An old friend of Robert Blake testified Wednesday that the actor sought his help in contacting two retired stunt men whom the prosecution contends Blake wanted to hire to kill his wife.
Roy “Snuffy” Harrison said Blake, 71, who is charged with murdering his 44-year-old wife Bonnie Lee Bakley, said the former “Baretta” star did not tell him why he wanted the men.
Blake, who has shown little expression since his murder trial started a month ago, smiled broadly as Harrison recalled how he and Blake would sit on a shaded swing at the actor’s suburban Los Angeles home and “talk about old times, funny things that would happen on the sets” of the ’70s TV shows.
Prosecutors say Blake explored ways to get Bonny Lee Bakley out of their daughter’s life, and unsuccessfully solicited two stuntmen to murder her, before pulling the trigger himself on May 4, 2001. The stuntmen, Ronald “Duffy” Hambleton and Gary ”Whiz Kid” McLarty, are scheduled to testify next week.
Prosecutor Shellie Samuels suggested that Blake sought out stunt men because they did “a very exacting job” that requires concentration and good timing.
She was barred from introducing evidence that Harrison and former Blake handyman Earle Caldwell did computer searches for silencers before the murder.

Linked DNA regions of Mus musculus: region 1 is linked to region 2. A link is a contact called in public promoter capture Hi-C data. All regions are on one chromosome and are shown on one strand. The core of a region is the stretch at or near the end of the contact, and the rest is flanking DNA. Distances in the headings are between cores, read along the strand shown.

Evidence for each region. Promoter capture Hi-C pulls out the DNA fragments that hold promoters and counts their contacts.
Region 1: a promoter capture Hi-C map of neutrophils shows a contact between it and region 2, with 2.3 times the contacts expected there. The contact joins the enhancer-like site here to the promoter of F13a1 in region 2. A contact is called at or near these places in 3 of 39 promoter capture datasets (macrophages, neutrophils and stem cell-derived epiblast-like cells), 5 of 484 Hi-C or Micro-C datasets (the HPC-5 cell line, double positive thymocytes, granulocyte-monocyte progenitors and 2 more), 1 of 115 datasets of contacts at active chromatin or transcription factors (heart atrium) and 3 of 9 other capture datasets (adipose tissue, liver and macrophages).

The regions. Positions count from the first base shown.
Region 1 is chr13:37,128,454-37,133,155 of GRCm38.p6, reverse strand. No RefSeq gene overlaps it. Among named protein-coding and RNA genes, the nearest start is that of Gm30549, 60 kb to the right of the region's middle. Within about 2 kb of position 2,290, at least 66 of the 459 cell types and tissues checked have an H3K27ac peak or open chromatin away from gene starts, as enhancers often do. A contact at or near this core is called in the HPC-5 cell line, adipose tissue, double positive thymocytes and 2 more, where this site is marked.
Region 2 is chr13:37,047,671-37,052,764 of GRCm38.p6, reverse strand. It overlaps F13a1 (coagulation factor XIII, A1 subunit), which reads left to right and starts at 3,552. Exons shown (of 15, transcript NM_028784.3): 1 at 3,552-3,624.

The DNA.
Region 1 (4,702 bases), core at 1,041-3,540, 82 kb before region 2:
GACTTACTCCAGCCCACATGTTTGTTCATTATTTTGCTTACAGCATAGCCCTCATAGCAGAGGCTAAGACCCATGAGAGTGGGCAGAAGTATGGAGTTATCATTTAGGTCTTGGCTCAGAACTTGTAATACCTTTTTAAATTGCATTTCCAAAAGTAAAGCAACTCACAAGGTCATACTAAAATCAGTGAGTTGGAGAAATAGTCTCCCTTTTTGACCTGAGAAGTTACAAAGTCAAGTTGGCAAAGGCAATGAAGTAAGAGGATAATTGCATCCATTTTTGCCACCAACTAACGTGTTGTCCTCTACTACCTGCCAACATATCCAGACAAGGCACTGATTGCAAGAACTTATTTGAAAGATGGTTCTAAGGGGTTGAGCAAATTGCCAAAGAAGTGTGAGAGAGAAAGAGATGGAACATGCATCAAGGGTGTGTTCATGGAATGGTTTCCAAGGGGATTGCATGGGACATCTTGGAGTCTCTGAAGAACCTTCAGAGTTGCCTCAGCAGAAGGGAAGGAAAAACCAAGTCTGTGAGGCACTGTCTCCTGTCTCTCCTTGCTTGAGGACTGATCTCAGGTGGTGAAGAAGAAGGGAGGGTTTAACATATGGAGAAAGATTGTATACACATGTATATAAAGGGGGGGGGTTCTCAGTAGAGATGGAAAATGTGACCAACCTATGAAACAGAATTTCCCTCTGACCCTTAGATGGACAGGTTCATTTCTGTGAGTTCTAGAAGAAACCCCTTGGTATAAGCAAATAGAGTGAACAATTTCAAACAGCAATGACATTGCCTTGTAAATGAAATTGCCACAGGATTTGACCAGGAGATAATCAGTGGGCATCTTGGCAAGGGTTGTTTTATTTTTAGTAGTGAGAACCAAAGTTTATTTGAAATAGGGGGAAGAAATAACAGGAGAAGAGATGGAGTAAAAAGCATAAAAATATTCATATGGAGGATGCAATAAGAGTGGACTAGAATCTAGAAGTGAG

Earlier in the day, Caldwell’s former girlfriend said that, the day after Bakley’s murder, Caldwell called in a panic and had her take things from his apartment before the police could find them.
Lisa Johnson told the jury that Caldwell had her remove his computer; paperwork on his desk; notes, receipts and phone numbers on his bulletin board and a box of sweatshirts from Blake.
She added that Caldwell had her throw away a brown bottle and an Altoids tin with brown, clear rocks inside. Police think the tin contained drugs that Blake wanted to plant on Bakley to get her arrested.
Under cross-examination, Johnson said Caldwell seemed surprised that Bakley had been murdered.
Caldwell, who has refused to testify, was Blake’s co-defendant when the two were arrested in April 2002. The charges against Caldwell were dropped in 2003 because of a lack of evidence.